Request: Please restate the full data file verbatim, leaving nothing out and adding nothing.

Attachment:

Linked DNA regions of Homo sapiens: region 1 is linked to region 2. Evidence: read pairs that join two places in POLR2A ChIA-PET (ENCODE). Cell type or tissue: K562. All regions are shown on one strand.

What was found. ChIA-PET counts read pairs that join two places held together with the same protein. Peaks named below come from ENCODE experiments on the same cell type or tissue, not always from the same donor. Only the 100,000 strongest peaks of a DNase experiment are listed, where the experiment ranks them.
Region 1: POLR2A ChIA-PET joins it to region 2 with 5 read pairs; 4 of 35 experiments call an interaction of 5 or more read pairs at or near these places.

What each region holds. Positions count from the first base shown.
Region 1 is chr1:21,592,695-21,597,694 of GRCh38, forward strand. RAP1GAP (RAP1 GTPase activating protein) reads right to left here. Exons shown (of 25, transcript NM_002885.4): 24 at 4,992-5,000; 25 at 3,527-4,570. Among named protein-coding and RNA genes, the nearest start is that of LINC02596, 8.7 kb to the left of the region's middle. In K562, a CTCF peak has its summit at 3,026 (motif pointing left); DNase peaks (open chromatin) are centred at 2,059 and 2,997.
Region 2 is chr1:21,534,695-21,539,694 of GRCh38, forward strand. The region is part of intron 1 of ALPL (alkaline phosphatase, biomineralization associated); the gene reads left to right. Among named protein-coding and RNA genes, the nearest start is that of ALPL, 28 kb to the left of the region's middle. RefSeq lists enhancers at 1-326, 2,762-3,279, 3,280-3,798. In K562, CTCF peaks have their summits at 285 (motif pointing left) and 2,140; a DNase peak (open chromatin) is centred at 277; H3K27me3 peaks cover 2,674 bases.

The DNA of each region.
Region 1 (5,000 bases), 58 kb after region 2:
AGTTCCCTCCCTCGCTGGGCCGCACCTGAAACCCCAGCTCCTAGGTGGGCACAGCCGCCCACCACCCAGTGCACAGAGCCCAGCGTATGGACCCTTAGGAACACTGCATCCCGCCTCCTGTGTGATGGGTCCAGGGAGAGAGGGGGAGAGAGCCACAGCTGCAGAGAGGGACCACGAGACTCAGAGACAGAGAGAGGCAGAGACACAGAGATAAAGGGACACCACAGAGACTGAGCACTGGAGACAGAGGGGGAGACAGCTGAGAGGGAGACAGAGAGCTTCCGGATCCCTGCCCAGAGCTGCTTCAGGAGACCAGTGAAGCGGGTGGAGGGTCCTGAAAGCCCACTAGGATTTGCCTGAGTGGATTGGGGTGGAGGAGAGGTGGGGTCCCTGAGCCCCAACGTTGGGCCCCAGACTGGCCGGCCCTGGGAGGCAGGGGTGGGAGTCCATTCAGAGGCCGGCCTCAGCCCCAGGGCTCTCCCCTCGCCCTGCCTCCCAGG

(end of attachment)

Linked DNA regions of Homo sapiens: region 1 is linked to region 2. Evidence: read pairs that join two places in POLR2A ChIA-PET (ENCODE). Cell type or tissue: K562. All regions are shown on one strand.

What was found. ChIA-PET counts read pairs that join two places held together with the same protein. Peaks named below come from ENCODE experiments on the same cell type or tissue, not always from the same donor. Only the 100,000 strongest peaks of a DNase experiment are listed, where the experiment ranks them.
Region 1: POLR2A ChIA-PET joins it to region 2 with 5 read pairs; 4 of 35 experiments call an interaction of 5 or more read pairs at or near these places.

What each region holds. Positions count from the first base shown.
Region 1 is chr1:21,592,695-21,597,694 of GRCh38, forward strand. RAP1GAP (RAP1 GTPase activating protein) reads right to left here. Exons shown (of 25, transcript NM_002885.4): 24 at 4,992-5,000; 25 at 3,527-4,570. Among named protein-coding and RNA genes, the nearest start is that of LINC02596, 8.7 kb to the left of the region's middle. In K562, a CTCF peak has its summit at 3,026 (motif pointing left); DNase peaks (open chromatin) are centred at 2,059 and 2,997.
Region 2 is chr1:21,534,695-21,539,694 of GRCh38, forward strand. The region is part of intron 1 of ALPL (alkaline phosphatase, biomineralization associated); the gene reads left to right. Among named protein-coding and RNA genes, the nearest start is that of ALPL, 28 kb to the left of the region's middle. RefSeq lists enhancers at 1-326, 2,762-3,279, 3,280-3,798. In K562, CTCF peaks have their summits at 285 (motif pointing left) and 2,140; a DNase peak (open chromatin) is centred at 277; H3K27me3 peaks cover 2,674 bases.

The DNA of each region.
Region 1 (5,000 bases), 58 kb after region 2:
AGTTCCCTCCCTCGCTGGGCCGCACCTGAAACCCCAGCTCCTAGGTGGGCACAGCCGCCCACCACCCAGTGCACAGAGCCCAGCGTATGGACCCTTAGGAACACTGCATCCCGCCTCCTGTGTGATGGGTCCAGGGAGAGAGGGGGAGAGAGCCACAGCTGCAGAGAGGGACCACGAGACTCAGAGACAGAGAGAGGCAGAGACACAGAGATAAAGGGACACCACAGAGACTGAGCACTGGAGACAGAGGGGGAGACAGCTGAGAGGGAGACAGAGAGCTTCCGGATCCCTGCCCAGAGCTGCTTCAGGAGACCAGTGAAGCGGGTGGAGGGTCCTGAAAGCCCACTAGGATTTGCCTGAGTGGATTGGGGTGGAGGAGAGGTGGGGTCCCTGAGCCCCAACGTTGGGCCCCAGACTGGCCGGCCCTGGGAGGCAGGGGTGGGAGTCCATTCAGAGGCCGGCCTCAGCCCCAGGGCTCTCCCCTCGCCCTGCCTCCCAGG